For some reason, the life lesson to be free and ready for anything is easier to remember in the summer, the official nomadic season.
Patoralists, seasonal laborers and wandering hippies, for example, take sedentary refuge in the winter and use summer to maximize their life potential wandering for/as livelihood.
The drastic North American weather pattern has in the past delineated for me a clear mark between summer and winter, between university semesters and lazier summers, between habitual sedentary work and the ability to actively embark on emotional and geographic wandering.
Lucky for me, life's little changes over the last year and Israel's awesome weather have given me the freedom to be a year round traveler, both physically and mentally. I've learned to balance sedentary and nomadic inclinations, to be a full-time employee and part-time wanderer. I've kept alive my love affair with the road, though truth be told, I'd become more of a habitual pasturer than wandering nomad, spreading my time evenly between Tel Aviv and Jerusalem.
I hadn't realized how dull the sensation had become for me until I peeked my head out of the bus in Tiberias last Thursday, hot, overdressed, my backpack full of just what I needed to survive in the wild for at least a week, and finally felt infused with that giddy feeling of being alone in an unfamiliar city, ready for anything.
The plan, concocted late Wednesday night, was to meet up with Elisha and Jackie at the foot of some northern trail or another early Thursday morning. That plan fell through when Ami and I realized we didn't have a direct bus to Tsfat until 9 from Jerusalem, and 2:30 pm from Tel Aviv. So Ami and I agreed to meet in Tiberias, early. But when I called Ami on my way out of the city, he was still sleeping.
So we met around noon in Tiberias and started walking up the road hugging the Kinneret to hitch a ride to Mount Meron, the plan loosely ammended on a bench in front of the Tiberias bus station.
Elisha and Jackie were on the other side of the Kinneret, and said they'd try to catch their own ride and meet us when they were ready. We found a bus stop about a mile outside of Tiberias, and waited around for a ride. After about 10 minutes an SUV pulled over to the side of the road and took us all the way to Tsfat. From there we caught another ride to Meron and walked up to the amusement park tomb of Shimon Bar Yochai, author of the Zohar.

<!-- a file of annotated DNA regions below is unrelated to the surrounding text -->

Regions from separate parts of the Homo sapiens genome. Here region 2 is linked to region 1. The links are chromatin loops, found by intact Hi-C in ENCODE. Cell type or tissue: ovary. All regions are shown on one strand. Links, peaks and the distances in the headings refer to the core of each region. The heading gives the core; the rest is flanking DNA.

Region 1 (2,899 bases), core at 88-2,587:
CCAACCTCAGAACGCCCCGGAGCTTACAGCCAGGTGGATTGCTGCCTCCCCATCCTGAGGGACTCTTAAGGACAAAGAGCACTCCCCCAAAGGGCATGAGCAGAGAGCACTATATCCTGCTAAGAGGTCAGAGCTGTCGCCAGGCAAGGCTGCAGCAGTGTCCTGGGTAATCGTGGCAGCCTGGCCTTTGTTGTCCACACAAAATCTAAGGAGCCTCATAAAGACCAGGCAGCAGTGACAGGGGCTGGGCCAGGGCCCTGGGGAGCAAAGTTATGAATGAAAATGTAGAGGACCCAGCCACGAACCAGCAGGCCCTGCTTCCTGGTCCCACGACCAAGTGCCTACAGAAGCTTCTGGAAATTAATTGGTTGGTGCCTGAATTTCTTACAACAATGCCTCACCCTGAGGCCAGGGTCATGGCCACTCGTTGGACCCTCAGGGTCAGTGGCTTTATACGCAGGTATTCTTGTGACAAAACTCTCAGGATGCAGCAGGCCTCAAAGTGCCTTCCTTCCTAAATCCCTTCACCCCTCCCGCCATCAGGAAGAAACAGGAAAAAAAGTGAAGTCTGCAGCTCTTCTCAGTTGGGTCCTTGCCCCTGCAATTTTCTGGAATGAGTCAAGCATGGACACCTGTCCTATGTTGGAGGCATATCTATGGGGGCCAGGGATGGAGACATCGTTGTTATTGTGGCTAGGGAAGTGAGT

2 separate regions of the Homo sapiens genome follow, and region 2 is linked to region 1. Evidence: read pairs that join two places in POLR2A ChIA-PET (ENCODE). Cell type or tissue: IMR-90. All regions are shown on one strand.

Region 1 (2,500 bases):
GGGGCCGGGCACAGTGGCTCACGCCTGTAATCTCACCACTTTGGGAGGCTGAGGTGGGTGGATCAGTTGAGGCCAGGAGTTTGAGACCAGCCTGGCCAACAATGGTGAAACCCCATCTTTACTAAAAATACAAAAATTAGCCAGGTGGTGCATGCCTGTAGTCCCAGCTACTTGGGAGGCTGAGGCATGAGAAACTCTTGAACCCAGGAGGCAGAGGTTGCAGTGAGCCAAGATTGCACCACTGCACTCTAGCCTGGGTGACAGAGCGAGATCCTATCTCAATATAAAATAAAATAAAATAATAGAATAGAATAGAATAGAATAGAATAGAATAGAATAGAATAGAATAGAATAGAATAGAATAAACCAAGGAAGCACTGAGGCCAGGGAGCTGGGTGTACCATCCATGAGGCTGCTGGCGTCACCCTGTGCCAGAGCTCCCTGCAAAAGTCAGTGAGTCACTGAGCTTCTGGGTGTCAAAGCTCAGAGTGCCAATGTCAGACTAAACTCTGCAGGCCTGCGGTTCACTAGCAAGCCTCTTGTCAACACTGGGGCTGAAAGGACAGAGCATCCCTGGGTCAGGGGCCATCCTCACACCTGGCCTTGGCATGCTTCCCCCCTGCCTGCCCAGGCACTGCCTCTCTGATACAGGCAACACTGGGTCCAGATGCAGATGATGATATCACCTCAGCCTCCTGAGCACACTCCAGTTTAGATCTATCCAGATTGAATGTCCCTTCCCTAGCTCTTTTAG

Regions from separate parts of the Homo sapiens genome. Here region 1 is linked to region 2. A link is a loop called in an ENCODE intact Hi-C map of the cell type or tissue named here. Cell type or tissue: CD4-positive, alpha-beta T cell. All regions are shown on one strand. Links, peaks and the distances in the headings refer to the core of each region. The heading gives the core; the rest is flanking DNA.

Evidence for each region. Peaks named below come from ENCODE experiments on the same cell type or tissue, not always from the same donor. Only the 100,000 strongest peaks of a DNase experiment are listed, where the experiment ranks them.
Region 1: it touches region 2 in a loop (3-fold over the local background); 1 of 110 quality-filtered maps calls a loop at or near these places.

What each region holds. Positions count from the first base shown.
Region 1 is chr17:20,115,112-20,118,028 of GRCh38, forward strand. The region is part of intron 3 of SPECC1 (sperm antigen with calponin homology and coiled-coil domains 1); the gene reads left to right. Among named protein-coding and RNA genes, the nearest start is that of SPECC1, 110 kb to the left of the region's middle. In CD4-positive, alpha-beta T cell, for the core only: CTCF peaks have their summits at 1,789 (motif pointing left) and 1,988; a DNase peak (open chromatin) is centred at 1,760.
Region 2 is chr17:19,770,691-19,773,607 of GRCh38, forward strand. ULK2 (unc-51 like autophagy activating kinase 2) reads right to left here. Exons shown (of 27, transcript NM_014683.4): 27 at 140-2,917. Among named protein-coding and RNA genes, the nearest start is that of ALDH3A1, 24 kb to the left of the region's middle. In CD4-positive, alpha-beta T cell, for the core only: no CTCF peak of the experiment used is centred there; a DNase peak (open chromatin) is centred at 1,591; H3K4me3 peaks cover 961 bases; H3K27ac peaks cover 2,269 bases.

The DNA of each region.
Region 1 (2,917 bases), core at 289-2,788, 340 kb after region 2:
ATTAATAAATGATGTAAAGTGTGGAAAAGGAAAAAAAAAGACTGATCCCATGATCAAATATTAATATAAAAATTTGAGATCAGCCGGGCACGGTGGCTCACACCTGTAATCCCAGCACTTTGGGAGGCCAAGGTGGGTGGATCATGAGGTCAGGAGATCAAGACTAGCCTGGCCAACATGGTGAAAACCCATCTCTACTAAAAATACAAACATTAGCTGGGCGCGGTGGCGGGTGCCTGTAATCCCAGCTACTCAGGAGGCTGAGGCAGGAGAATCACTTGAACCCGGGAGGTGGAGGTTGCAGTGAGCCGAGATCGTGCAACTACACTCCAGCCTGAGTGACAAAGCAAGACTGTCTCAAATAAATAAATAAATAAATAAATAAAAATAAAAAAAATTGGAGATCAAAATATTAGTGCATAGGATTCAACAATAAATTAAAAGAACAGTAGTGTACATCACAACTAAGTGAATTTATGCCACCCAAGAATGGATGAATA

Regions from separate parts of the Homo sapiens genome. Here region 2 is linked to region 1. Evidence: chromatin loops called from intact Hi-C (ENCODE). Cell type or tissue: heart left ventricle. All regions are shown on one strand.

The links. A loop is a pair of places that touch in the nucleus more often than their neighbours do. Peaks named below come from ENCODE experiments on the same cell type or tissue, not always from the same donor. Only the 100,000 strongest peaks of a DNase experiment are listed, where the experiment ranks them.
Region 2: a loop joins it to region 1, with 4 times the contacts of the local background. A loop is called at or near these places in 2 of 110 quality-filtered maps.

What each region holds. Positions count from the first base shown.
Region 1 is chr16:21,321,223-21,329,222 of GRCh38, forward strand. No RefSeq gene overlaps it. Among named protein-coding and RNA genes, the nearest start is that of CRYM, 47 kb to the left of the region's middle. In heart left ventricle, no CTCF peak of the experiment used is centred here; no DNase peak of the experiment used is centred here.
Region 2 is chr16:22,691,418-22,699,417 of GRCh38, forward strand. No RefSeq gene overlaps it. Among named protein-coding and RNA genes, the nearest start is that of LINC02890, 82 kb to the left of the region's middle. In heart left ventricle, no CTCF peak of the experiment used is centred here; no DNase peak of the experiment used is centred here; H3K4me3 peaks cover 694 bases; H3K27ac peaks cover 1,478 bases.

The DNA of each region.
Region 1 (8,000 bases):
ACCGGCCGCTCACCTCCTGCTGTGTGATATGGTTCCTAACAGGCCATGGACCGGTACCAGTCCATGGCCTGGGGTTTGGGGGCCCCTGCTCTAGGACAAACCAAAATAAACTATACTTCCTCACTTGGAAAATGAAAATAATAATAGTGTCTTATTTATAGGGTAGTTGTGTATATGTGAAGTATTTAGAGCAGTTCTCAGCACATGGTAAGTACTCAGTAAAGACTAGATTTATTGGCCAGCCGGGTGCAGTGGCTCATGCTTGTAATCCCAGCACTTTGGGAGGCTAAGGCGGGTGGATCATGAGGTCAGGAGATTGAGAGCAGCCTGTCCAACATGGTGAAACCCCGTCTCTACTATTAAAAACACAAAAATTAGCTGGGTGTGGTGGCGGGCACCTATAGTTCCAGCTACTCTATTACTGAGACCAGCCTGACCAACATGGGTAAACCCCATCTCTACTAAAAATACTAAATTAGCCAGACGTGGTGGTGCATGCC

I say amusement park because every time I'm there I feel like I've entered either a carnival or a Grateful Dead concert parking lot. Trance music dubbed with religious mantras pumping from corners of stalls selling paintings, clothing and paraphenelia; white-clad Breslov hippie hasids strolling the scene saying, "who's got my ticket to Uman;" Little Breslov hippies loitering by the dozen. Free food all day long. Sounds, eye candy, worship.
Ami disappeared into the tomb, and was still in there an hour later when Elisha and Jackie showed up. When he came out it was nearing 4 pm. We bought a bottle of arak (anise flavored liquor) and headed off into sun setting forest. We had only walked for about an hour when the dark really began to set in. We set up camp in a huge field at the highest point we could reach (the peak of the mountain is taken up by an IDF base and off limits to civilians). It was an awesome site. The snowy-peak of the Hermon visible in the distance, all the valleys and surrounding mountains in clear sight, and at our own site, a round well surrounded in stone built into the base of a tree that could only be described as bodhi-licious. We made a packed vegetable stew, munched on trail mix and roasted potatoes, and smoked the sage and zaatar we'd picked up along the way.
I woke up freezing the next morning and saw my tent mates moving around. I groaned a little because I thought they were waking up, and I really wanted them to stay in bed to cuddle with me and keep me warm. They weren't getting up, they told me, just going to pee. "But look at the sun rise," Jackie said. I peered outside. The whole face of the mountain was washed in the most vivid and vibrant orange sunrise I had seen in a long time, and the valley looked as if it were built inside a gold mine. I settled back into my sleeping bag, warmer now.
A few hours later, when Elisha had disappeared into the woods to write in his morning papers, and Jackie had gone off to walk somewhere, Ami poked his head into the tent and told me to stay inside for a few minutes, a couple of Brelovers were taking a skinny dip in nature's mikva. When I came out, they were getting ready to go, and Elisha and Jackie had come back. We ate oatmeal and leftover soup, and packed up. We wanted to go for a longer hike than we had the day before, but the sun was so nice and it was so windy, so we lazed around with our head on each other's bellies for a few hours, singing songs and talking.
When we finally emerged from our coocoon, it was getting late in the afternoon, so we headed back down to hike in the rocky valley and up to Shimon Bar Yochai's tomb. There we scored a free challah and bottle of wine and caught a ride to the mouth of Nahal Amud, to the base of Kadita. Kadita is a cluster of mountains dotted with pear trees, horses and maybe thirty families. Most of the residences are illegal, not for defense reasons like in the West Bank, but because most of the occupants chose to squat, rather than purchase their land.